A new microfluidic chip can pick out any cancer cell of choice obtained from liquid biopsy to perform single cell analysis.
Compared to tumor biopsy that involves surgery, liquid biopsy is less invasive, less painful, and can be done more frequently. The biochip takes about two to three hours to process a blood sample of about 101,000 cells with little losses.
The system provides highly sensitive readings that identify low-frequency occurring mutations, allowing better cancer diagnosis. The innovation could help doctors have a better sense of what drugs to use, based on the presence of specific activating but treatable mutations, as well as track changes or treatment progress.
Cancer cells can vary from one another, with some being more malignant and invasive. This heterogeneity limits the effectiveness of treatment—patients with the same cancer show different treatment outcomes. Knowing cancer composition is crucial to administering the most effective therapy.
“If we do a bulk analysis of the whole tumor cell population, we may miss out information of the few malignant cells that we should target because they are masked by the many other non-malignant cancer cells. This is the motivation behind the system we develop,” says Lim Chwee Teck, an engineering professor at the National University of Singapore, who collaborated with Clearbridge mFluidics to design the new chip.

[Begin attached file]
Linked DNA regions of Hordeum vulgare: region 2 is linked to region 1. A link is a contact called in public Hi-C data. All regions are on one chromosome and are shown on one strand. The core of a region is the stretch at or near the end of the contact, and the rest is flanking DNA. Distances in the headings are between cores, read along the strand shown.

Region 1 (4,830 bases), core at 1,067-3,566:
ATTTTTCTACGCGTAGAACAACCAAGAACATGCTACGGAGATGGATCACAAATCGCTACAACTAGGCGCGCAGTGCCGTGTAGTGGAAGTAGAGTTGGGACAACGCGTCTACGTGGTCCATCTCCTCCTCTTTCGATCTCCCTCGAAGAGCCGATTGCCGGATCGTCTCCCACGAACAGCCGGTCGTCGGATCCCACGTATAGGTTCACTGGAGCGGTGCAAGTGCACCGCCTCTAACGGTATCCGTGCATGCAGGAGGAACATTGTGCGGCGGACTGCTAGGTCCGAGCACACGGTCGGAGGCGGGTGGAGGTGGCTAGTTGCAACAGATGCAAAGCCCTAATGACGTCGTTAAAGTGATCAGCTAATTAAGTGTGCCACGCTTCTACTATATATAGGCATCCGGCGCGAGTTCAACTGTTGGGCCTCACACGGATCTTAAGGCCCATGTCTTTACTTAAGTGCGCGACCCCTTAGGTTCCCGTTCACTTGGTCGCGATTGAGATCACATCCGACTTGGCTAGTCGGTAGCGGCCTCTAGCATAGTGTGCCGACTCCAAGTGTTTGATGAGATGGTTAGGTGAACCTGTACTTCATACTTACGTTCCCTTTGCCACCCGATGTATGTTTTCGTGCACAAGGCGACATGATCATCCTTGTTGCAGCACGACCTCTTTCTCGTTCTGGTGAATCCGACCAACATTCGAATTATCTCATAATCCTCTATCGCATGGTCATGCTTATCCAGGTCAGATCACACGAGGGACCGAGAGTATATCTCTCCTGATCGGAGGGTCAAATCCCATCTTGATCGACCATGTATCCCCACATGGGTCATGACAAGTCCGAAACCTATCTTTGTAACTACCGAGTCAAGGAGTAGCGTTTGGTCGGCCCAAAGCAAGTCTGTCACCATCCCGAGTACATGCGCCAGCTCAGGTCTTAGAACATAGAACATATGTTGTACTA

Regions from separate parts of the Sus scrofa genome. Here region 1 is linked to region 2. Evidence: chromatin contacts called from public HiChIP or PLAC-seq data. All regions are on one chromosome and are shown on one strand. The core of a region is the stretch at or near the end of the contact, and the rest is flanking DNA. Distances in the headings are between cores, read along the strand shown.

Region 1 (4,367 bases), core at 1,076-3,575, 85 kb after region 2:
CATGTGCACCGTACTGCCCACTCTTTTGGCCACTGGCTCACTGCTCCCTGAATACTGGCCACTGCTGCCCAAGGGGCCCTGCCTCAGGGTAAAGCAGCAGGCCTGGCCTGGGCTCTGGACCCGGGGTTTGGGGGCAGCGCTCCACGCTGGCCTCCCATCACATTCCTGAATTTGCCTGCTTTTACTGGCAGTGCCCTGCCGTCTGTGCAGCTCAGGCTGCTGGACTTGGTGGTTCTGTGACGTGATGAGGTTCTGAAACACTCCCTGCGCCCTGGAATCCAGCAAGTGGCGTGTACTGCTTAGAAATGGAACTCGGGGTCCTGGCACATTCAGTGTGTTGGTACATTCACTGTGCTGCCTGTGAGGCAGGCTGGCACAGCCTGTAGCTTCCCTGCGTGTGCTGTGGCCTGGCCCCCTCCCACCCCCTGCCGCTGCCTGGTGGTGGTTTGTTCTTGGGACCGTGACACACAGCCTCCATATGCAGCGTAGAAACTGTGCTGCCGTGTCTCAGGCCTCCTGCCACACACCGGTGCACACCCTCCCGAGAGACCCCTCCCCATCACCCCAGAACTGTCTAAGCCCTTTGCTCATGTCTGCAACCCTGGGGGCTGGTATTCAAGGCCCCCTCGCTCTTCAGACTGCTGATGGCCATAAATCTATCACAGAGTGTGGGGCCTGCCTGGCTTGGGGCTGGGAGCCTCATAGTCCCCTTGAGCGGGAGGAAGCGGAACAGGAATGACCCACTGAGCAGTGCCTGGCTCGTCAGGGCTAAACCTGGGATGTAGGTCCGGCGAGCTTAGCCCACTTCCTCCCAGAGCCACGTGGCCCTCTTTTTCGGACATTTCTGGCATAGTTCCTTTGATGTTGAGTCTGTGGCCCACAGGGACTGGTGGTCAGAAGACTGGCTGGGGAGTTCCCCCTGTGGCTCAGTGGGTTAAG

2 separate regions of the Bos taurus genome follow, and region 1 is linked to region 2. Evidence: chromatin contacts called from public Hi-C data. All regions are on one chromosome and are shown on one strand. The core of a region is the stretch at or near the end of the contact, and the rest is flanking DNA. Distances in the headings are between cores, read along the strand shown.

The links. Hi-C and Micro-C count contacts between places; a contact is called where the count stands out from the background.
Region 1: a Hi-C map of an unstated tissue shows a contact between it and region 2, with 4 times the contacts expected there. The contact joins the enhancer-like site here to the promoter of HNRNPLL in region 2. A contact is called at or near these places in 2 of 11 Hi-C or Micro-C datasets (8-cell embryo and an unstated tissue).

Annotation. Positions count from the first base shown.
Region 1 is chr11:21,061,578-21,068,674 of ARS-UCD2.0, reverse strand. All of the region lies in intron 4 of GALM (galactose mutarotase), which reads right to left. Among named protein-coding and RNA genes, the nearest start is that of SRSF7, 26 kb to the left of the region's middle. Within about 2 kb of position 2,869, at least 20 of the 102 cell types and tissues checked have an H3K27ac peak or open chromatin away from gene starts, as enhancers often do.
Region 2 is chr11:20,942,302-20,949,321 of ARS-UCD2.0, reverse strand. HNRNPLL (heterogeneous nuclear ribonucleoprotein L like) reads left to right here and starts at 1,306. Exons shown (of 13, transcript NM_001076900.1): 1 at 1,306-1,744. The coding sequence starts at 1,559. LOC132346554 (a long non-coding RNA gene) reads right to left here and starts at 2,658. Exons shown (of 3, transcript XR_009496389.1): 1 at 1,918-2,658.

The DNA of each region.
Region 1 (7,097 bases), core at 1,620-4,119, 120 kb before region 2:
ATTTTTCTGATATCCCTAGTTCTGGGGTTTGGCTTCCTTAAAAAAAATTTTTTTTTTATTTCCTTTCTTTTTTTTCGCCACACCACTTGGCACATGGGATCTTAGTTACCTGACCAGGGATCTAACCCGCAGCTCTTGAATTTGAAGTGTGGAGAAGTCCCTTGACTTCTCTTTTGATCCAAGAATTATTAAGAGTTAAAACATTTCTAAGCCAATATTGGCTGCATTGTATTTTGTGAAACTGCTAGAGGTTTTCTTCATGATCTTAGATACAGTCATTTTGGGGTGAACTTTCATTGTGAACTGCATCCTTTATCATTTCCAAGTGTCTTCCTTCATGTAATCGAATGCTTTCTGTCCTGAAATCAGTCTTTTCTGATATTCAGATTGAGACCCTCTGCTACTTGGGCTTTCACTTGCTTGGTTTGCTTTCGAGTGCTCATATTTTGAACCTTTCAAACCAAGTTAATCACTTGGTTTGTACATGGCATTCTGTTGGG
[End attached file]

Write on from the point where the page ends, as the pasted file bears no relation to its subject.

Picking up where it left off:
The device uses microfluidic dynamics to move cells and passively hold them cell by cell in each of the controlled chambers alongside the main channel. The selected cells can then be individually ejected from the cell chambers for downstream assessment.
This allows them to quickly and efficiently trap single cells, yet have the flexibility to choose and separate any cell of interest.
The work, published in Scientific Reports
, could potentially pave the way for enhanced tailored treatment or personalized medicine. Single cell analysis also could be used in numerous other clinical applications in addition to cancer, says Tan Swee Jin, technical director of Clearbridge mFluidics. He says a prototype of the system will be out year end, with an improved version targeted for 2017.
Source: National University of Singapore
This article was originally published on Futurity.org